% Casting Between Types

Rust, with its focus on safety, provides two different ways of casting different types between each other. The first, as, is for safe casts. In contrast, transmute allows for arbitrary casting, and is one of the most dangerous features of Rust!


Coercion between types is implicit and has no syntax of its own, but can be spelled out with [as](#explicit-coercions).

Coercion occurs in let, const, and static statements; in function call arguments; in field values in struct initialization; and in a function result.

The most common case of coercion is removing mutability from a reference:

  • &mut T to &T

An analogous conversion is to remove mutability from a raw pointer:

  • *mut T to *const T

References can also be coerced to raw pointers:

  • &T to *const T

  • &mut T to *mut T

Custom coercions may be defined using [Deref](deref-coercions.md).

Coercion is transitive.


The as keyword does safe casting:

let x: i32 = 5;

let y = x as i64;

There are three major categories of safe cast: explicit coercions, casts between numeric types, and pointer casts.

Casting is not transitive: even if e as U1 as U2 is a valid expression, e as U2 is not necessarily so (in fact it will only be valid if U1 coerces to U2).

Explicit coercions

A cast e as U is valid if e has type T and T coerces to U.

Numeric casts

A cast e as U is also valid in any of the following cases:

  • e has type T and T and U are any numeric types; numeric-cast
  • e is a C-like enum (with no data attached to the variants), and U is an integer type; enum-cast
  • e has type bool or char and U is an integer type; prim-int-cast
  • e has type u8 and U is char; u8-char-cast

For example

let one = true as u8;
let at_sign = 64 as char;
let two_hundred = -56i8 as u8;

The semantics of numeric casts are:

Pointer casts

Perhaps surprisingly, it is safe to cast raw pointers to and from integers, and to cast between pointers to different types subject to some constraints. It is only unsafe to dereference the pointer:

let a = 300 as *const char; // a pointer to location 300
let b = a as u32;

e as U is a valid pointer cast in any of the following cases:

  • e has type *T, U has type *U_0, and either U_0: Sized or unsize_kind(T) == unsize_kind(U_0); a ptr-ptr-cast

  • e has type *T and U is a numeric type, while T: Sized; ptr-addr-cast

  • e is an integer and U is *U_0, while U_0: Sized; addr-ptr-cast

  • e has type &[T; n] and U is *const T; array-ptr-cast

  • e is a function pointer type and U has type *T, while T: Sized; fptr-ptr-cast

  • e is a function pointer type and U is an integer; fptr-addr-cast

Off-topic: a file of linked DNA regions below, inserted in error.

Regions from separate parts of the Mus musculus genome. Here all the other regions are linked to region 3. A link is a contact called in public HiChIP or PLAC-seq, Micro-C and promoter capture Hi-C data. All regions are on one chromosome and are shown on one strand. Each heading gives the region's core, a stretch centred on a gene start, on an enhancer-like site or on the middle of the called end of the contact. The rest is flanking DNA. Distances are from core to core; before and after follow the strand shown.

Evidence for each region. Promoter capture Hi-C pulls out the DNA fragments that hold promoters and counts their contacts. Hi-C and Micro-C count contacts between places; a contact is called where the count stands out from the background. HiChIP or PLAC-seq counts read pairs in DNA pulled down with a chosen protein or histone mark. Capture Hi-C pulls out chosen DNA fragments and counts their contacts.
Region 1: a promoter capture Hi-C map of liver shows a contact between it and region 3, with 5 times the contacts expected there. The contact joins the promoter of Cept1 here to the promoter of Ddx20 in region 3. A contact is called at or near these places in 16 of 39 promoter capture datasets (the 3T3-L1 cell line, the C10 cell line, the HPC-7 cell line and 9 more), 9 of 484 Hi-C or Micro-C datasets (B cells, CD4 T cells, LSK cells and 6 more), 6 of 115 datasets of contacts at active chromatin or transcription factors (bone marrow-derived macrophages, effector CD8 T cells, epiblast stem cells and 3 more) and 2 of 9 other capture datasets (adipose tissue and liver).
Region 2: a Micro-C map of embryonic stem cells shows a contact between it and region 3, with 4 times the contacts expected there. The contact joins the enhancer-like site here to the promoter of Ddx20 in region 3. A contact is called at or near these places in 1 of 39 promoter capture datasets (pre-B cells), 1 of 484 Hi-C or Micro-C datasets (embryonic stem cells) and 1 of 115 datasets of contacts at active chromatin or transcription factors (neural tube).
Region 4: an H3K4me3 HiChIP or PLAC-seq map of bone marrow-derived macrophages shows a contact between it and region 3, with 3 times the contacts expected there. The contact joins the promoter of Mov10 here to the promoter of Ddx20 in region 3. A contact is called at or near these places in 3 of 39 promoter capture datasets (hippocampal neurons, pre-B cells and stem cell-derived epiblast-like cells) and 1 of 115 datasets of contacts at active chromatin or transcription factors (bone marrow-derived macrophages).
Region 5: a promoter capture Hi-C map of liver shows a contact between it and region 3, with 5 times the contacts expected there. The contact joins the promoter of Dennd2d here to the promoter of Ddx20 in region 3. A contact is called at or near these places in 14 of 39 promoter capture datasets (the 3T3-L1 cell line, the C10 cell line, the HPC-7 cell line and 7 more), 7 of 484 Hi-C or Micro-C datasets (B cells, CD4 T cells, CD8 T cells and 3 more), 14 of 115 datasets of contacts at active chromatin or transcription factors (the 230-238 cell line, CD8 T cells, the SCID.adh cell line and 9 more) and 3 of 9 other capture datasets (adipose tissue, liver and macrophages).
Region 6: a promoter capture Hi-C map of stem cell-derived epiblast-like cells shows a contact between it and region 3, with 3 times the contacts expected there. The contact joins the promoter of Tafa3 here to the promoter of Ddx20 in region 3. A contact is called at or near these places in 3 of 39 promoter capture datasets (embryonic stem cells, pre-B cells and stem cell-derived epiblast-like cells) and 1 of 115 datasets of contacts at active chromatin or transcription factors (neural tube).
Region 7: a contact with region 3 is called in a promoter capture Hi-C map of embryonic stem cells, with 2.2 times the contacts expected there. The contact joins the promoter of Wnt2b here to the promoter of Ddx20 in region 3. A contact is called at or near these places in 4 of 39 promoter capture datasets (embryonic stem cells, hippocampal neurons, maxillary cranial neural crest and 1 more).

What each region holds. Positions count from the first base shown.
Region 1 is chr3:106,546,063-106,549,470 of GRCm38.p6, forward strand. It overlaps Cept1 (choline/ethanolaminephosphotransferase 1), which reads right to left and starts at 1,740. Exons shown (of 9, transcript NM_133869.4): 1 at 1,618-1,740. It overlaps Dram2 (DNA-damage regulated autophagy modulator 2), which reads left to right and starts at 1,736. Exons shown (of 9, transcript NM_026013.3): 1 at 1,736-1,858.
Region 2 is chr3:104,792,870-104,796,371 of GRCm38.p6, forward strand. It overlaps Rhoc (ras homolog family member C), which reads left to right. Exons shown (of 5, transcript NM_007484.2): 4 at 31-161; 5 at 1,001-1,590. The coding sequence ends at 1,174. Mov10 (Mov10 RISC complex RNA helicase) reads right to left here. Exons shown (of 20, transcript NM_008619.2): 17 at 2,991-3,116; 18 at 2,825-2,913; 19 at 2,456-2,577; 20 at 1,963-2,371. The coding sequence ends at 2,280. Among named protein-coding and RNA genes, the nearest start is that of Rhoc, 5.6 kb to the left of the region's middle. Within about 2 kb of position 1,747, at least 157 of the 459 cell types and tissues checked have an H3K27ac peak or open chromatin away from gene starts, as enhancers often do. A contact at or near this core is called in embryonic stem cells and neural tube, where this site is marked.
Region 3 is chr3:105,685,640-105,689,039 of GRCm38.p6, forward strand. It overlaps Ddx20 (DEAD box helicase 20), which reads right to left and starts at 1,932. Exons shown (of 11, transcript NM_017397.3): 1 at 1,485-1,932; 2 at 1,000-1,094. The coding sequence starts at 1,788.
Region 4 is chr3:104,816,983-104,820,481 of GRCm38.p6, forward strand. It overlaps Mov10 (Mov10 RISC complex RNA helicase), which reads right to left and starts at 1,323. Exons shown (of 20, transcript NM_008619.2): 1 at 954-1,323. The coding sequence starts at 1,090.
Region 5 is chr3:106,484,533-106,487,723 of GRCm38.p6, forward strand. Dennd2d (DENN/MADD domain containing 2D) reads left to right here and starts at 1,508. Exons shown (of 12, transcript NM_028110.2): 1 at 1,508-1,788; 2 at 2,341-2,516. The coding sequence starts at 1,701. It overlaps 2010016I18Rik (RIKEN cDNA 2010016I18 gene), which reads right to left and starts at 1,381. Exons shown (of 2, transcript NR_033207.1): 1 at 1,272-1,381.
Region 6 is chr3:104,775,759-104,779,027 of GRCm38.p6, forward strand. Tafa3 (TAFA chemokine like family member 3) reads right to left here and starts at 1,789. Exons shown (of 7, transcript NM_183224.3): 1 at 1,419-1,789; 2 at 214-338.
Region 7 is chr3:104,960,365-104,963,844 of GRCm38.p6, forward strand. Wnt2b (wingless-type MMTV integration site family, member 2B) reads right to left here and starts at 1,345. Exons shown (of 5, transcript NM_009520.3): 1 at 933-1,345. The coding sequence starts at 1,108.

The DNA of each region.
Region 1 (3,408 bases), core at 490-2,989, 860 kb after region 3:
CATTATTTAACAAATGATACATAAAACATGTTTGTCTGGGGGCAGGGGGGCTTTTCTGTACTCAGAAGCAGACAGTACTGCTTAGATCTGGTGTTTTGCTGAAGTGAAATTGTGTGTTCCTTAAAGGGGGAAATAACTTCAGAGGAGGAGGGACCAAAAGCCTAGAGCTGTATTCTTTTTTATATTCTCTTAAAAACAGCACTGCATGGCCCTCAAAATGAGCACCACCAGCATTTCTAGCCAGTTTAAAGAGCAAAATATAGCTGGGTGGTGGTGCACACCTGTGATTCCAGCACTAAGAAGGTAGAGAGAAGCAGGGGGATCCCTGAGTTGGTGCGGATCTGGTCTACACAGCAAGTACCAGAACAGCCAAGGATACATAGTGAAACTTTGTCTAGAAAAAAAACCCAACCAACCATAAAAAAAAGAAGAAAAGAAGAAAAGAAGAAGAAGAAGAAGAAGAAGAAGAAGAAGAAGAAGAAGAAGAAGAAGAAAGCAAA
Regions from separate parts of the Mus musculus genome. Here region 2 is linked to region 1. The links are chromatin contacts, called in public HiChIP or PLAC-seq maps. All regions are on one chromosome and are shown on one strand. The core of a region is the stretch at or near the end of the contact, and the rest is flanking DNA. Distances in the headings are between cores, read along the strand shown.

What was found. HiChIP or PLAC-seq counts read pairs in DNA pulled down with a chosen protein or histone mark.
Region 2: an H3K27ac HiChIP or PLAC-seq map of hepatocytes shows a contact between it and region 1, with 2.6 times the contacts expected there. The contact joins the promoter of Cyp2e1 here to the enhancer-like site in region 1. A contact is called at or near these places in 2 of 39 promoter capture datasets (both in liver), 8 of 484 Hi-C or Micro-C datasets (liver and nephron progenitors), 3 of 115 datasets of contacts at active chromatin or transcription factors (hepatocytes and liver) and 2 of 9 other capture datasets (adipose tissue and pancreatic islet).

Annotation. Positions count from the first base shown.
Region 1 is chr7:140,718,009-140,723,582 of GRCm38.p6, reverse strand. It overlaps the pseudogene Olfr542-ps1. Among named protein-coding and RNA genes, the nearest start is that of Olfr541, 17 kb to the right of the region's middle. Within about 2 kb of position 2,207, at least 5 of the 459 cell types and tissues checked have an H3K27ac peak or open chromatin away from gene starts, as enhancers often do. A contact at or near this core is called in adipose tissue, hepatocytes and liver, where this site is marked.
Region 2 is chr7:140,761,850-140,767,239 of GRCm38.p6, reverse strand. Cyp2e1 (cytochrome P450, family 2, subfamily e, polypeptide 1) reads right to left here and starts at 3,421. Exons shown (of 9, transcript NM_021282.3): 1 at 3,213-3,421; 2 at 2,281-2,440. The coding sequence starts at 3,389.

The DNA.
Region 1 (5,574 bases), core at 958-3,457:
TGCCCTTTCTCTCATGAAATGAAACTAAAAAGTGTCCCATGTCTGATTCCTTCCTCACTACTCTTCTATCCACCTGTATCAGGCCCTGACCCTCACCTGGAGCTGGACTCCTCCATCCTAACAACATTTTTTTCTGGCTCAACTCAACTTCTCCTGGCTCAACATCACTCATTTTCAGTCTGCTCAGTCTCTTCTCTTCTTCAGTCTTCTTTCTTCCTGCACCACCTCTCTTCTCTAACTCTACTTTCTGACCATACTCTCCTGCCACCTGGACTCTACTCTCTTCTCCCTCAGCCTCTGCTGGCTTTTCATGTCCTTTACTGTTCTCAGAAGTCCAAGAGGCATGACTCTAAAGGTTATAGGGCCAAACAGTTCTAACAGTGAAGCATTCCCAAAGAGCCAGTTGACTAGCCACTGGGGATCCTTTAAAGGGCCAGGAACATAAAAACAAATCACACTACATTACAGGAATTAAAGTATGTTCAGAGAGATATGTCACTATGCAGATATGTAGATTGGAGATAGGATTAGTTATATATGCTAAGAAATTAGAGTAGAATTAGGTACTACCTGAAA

as only allows safe casting, and will for example reject an attempt to cast four bytes into a u32:

let a = [0u8, 0u8, 0u8, 0u8];

let b = a as u32; // four eights makes 32

This errors with:

error: non-scalar cast: `[u8; 4]` as `u32`
let b = a as u32; // four eights makes 32

This is a ‘non-scalar cast’ because we have multiple values here: the four elements of the array. These kinds of casts are very dangerous, because they make assumptions about the way that multiple underlying structures are implemented. For this, we need something more dangerous.

The transmute function is provided by a compiler intrinsic, and what it does is very simple, but very scary. It tells Rust to treat a value of one type as though it were another type. It does this regardless of the typechecking system, and completely trusts you.

In our previous example, we know that an array of four u8s represents a u32 properly, and so we want to do the cast. Using transmute instead of as, Rust lets us:

use std::mem;

unsafe {
    let a = [0u8, 0u8, 0u8, 0u8];

    let b = mem::transmute::<[u8; 4], u32>(a);

We have to wrap the operation in an unsafe block for this to compile successfully. Technically, only the mem::transmute call itself needs to be in the block, but it's nice in this case to enclose everything related, so you know where to look. In this case, the details about a are also important, and so they're in the block. You'll see code in either style, sometimes the context is too far away, and wrapping all of the code in unsafe isn't a great idea.

While transmute does very little checking, it will at least make sure that the types are the same size. This errors:

use std::mem;

unsafe {
    let a = [0u8, 0u8, 0u8, 0u8];

    let b = mem::transmute::<[u8; 4], u64>(a);


error: transmute called with differently sized types: [u8; 4] (32 bits) to u64
(64 bits)

Other than that, you're on your own!

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